Q. Was the crash caused by the Sudden Hash rate Decrease?

Following our report yesterday on the BitMEX Withdrawal system as a core cause of the crash, we look into the validity of claims that hashrate is what caused the sudden drop in price.

Data Source: CryptoQuant

Many sources are claiming that the hashrate fall is the source of the drop in price. But hash rate acts as a lagging indicator following Bitcoin price. Its role as a factor in price is minimal. Looking at the hashrate chart overlaid onto the price chart, it is difficult to establish a correlation between the two.

To investigate the idea of little to no correlation, we conducted analysis into the correlation between the price and hashrate. Correlation was measured by comparing the price and the average hash rate over 1 day and 10 day periods.

Correlation of 1 Day Hashrate and BTC Price

Data Source: CryptoQuant

Correlation of 10 Day Hashrate and BTC Price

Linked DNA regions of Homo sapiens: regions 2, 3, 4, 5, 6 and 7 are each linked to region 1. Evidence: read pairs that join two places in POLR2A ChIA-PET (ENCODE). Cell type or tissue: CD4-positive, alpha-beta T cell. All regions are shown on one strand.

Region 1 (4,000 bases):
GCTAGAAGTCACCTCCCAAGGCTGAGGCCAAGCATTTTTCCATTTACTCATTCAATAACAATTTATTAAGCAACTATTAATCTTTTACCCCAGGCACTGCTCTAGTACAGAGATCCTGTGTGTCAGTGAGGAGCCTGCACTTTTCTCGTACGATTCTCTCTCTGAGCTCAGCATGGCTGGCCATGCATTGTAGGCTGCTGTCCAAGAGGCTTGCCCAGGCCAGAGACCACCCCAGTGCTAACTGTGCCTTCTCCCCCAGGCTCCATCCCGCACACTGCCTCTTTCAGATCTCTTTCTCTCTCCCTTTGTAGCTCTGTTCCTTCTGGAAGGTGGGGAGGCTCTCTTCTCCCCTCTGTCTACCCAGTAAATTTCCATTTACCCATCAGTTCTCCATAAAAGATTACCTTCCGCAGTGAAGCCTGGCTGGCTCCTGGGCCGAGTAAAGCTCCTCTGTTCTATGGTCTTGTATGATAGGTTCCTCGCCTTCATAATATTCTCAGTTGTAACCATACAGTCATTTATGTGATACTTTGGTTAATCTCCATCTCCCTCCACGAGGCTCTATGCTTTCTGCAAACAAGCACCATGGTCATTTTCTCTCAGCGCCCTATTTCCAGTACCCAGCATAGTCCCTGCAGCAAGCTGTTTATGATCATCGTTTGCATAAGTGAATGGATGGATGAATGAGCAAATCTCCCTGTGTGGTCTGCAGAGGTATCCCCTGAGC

Data Source: CryptoQuant

Our analysis found that the price of BTC and the hashrate at both 1 day and 10 day averages have no correlation, as the coefficient doesn’t exceed -0.2 ~ 0.2. The recent decline was also the case, as miners didn’t impact price. The decline in hashrate was instead a result of miners decreased profitability.

The Significance of On-Chain Data

Moving forward, the value of On-Chain data will only increase, as on-chain data’s role in analysis grows. It is difficult to build a comprehensive understanding of the Bitcoin ecosystem and the exchanges, miners, dark net and whales that it consists of without this data. Their holdings and movement of coins proves to be central to building this understanding. Here at CryptoQuant, we intend on continually producing specialized data for hedge funds and institutional investors, as well as reports outlining our views of the Bitcoin ecosystem.